Summary of Vulnerabilities
This report details three critical information disclosure vulnerabilities. The vulnerabilities were discovered while Matthew Kienow and I (Deral Heiland) were researching information disclosure issues in SNMP on embedded appliances for a talk at CarolinaCon. During this research project, most devices exposed information that would be classified as benign or public. That said, in three cases we discovered devices that allowed the extraction of authentication data via the read only community string of public. In two cases this was the default behavior. Regarding the impact of these vulnerabilities, casual investigation of public information revealed a large number of the affected devices are exposing SNMP to the public Internet. This data is available from the Shodan search engine.
While it can certainly be argued that information disclosure vulnerabilities are simple to resolve and largely the result of poor system configuration and deployment practices, the fact remains that these issues can be exploited to gain access to sensitive information. In practice, the low-hanging fruit are often picked first. And with that, we have three new disclosures to discuss.
The first involves a Brocade load balancer (you might have one of these in your rack). The second and third involve some consumer-grade modems from Ambit (now Ubee) and Netopia (now Motorola). For the modem/routers, you might have one of these at a remote office, warehouse, guest wi-fi network, water treatment plant, etc. They are quite common in office and industrial environments where IT doesn't have a strong presence. Shodan identifies 229,409 Ambit devices exposed to the internet, and 224,544 of the Netopia devices. Of theres, 187,000 appear to be in the United States.
Moreover, the tested modems are currently end-of-life, which means that the chances of firmware updates to address these insecure defaults are quite unlikely to be released. Of course, just because something is end-of-life doesn't mean it disappears from the Internet -- causal Shodan browsing attests to that. Further, we cannot know if these configurations persist in current, supported offerings from the vendors, but you might want to check yours when you get a chance to download Metasploit.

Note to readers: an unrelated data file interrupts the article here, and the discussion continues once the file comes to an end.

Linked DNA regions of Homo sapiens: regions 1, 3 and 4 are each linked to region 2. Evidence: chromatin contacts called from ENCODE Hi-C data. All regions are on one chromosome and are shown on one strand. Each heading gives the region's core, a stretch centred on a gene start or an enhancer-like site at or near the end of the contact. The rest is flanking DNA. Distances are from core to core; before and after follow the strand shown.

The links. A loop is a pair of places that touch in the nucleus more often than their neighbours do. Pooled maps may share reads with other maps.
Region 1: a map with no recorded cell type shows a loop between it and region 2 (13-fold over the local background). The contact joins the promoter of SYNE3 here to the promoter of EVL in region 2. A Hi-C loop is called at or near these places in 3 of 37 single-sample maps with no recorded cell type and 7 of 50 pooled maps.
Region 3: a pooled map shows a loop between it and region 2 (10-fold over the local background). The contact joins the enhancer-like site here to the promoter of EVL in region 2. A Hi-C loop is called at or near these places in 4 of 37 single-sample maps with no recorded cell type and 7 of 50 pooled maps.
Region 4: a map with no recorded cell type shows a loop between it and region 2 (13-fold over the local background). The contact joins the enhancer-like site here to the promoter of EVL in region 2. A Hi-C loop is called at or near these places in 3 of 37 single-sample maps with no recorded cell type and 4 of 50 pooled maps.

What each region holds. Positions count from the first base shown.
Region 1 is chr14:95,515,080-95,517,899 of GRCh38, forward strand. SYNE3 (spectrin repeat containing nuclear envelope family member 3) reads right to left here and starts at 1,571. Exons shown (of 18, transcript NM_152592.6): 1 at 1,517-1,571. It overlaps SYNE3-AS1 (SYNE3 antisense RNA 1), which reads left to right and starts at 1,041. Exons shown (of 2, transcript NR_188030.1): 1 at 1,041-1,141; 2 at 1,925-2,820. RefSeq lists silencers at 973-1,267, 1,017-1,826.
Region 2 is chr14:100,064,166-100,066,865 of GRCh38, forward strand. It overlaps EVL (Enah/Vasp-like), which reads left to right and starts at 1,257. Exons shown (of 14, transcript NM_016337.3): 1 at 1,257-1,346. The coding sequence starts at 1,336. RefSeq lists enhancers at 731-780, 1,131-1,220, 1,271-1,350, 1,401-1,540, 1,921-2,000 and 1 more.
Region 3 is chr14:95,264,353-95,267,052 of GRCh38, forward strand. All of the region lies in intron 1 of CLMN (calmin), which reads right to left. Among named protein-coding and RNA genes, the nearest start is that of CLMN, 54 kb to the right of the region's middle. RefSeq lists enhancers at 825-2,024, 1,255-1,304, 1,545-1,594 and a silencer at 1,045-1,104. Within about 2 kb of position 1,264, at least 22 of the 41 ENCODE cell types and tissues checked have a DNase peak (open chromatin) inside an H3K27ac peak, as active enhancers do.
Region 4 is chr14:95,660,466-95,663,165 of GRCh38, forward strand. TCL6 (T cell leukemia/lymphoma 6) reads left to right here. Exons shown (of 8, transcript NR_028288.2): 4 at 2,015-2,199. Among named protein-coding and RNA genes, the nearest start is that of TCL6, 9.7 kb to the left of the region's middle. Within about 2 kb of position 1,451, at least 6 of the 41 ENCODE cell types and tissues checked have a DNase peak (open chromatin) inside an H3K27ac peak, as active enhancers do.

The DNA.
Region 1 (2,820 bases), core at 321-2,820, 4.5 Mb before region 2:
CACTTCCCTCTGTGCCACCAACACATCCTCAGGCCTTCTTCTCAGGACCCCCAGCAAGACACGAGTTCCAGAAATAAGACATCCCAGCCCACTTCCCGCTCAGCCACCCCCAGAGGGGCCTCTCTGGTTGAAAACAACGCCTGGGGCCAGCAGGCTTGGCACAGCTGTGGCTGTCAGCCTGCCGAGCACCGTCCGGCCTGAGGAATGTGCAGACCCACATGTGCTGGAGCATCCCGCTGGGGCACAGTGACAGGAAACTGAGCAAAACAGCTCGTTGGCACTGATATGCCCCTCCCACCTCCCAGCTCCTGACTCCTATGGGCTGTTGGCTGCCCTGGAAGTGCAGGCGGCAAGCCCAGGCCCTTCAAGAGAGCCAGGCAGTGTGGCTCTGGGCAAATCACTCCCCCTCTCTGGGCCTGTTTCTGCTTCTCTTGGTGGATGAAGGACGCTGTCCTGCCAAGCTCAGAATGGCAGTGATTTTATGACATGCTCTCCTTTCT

Disclosure Timeline: R7-2014-01 Brocade Load Balancer
Feb 05, 2014
Initial disclosure to the vendor (Brocade)
Feb 20, 2014
Disclosure to CERT/CC
|Feb 27, 2014|
CERT/CC acknowledges receipt (VU#139516)
May 16, 2014
Metasploit module published in Pull Request 3365
The Brocade ServerIron ADX 1016-2-PREM, TrafficWork Version 12.5.00T403 application load balancer stores username and passwords hashes within the SNMP MIB tables at the following OID Indexes:
- Username: 126.96.36.199.4.1.19188.8.131.52.184.108.40.206
- Password hash: 220.127.116.11.4.1.1918.104.22.168.22.214.171.124
The Brocade ServerIron load balancer has SNMP enabled by default. The community string “public" is configured by default. Unless SNMP is disabled, or the public community string is changed, an attacker can easily extract the passwords hashes for an offline brute force attack.
Disclosure Timeline: R7-2014-02 Ubee/Ambit
Feb 07, 2014
Initial disclosure to the vendor (Ubee)
Feb 10, 2014
|Phone conference call with Ubee to discuss findings|
|Mar 26, 2014|
Disclosed to CERT/CC
|May 15, 2014||Metasploit module published in Pull Request 3365|
The Ambit U10C019 and Ubee DDW3611 series of cable modems store the following information within the SNMP MIB tables at the following OID Indexes:
WEP Keys Index: 126.96.36.199.4.1.46188.8.131.52.5.1.2
WPA PSK: 184.108.40.206.4.1.44220.127.116.11.18.104.22.168.1.5.6
WEP Key Index: 22.214.171.124.4.1.46126.96.36.199.188.8.131.52.184.108.40.206.12
WPA PSK: 220.127.116.11.4.1.4418.104.22.168.22.214.171.124.1.5.12
By default, SNMP is not enabled on these devices. Although currently a number of cable providers that utilize Ubee devices enable SNMP with the community string of "public" on the uplink side of the cable modem for remote management purposes. Making in possible in those cases to enumerate this data over the Internet.
Disclosure Timeline: R7-2014-03 Motorola/Netopia
Feb 07, 2014
Initial disclosure to the vendor (Motorola)
Mar 26, 2014
Disclosure to CERT/CC
|Apr 7, 2014|
CERT/CC acknowledges receipt (VU#779628)
|May 16, 2014||Metasploit module published in Pull Request 3365|
The Netopia 3347 series of DSL modems store the following information within the SNMP MIB tables at the following OID Indexes:
- WEP Keys Index: 126.96.36.199.4.1.304.1.3.1.188.8.131.52.3
- WPA PSK: 184.108.40.206.4.1.304.1.3.1.220.127.116.11.5.1
- SSID: 18.104.22.168.4.1.304.1.3.1.22.214.171.124.2.1
SNMP is enabled by default with the community string of “public” on the internal interface of this product. The DSL side is not enabled by default, but currently a number of DSL providers that still utilize the Netopia 3347 series devices enable SNMP with community string of public on the uplink side of the DSL for remote management purposes. Making in possible in those cases to enumerate this data over the Internet.
Metasploit auxiliary modules have been developed for extraction of data from these devices via SNMP. The screenshot below shows the use of the brocade_enumhash module.
If you are curious about your own infrastructure, and would like to use these scanner modules to assess your risk exposure, you're invited get your free Metasploit download now or update your existing installation. Feel free to comment below if you have any other questions or concerns.
I would also like to give recognition to good friend Brenden Morgenthaler. Brenden found a password exposure issue via SNMP in his home cable modem (not one listed in this advisory) in 2012. This piece of information, which he shared with me, led me to further investigate other cable/DSL modem devices as part this SNMP information exposure research project.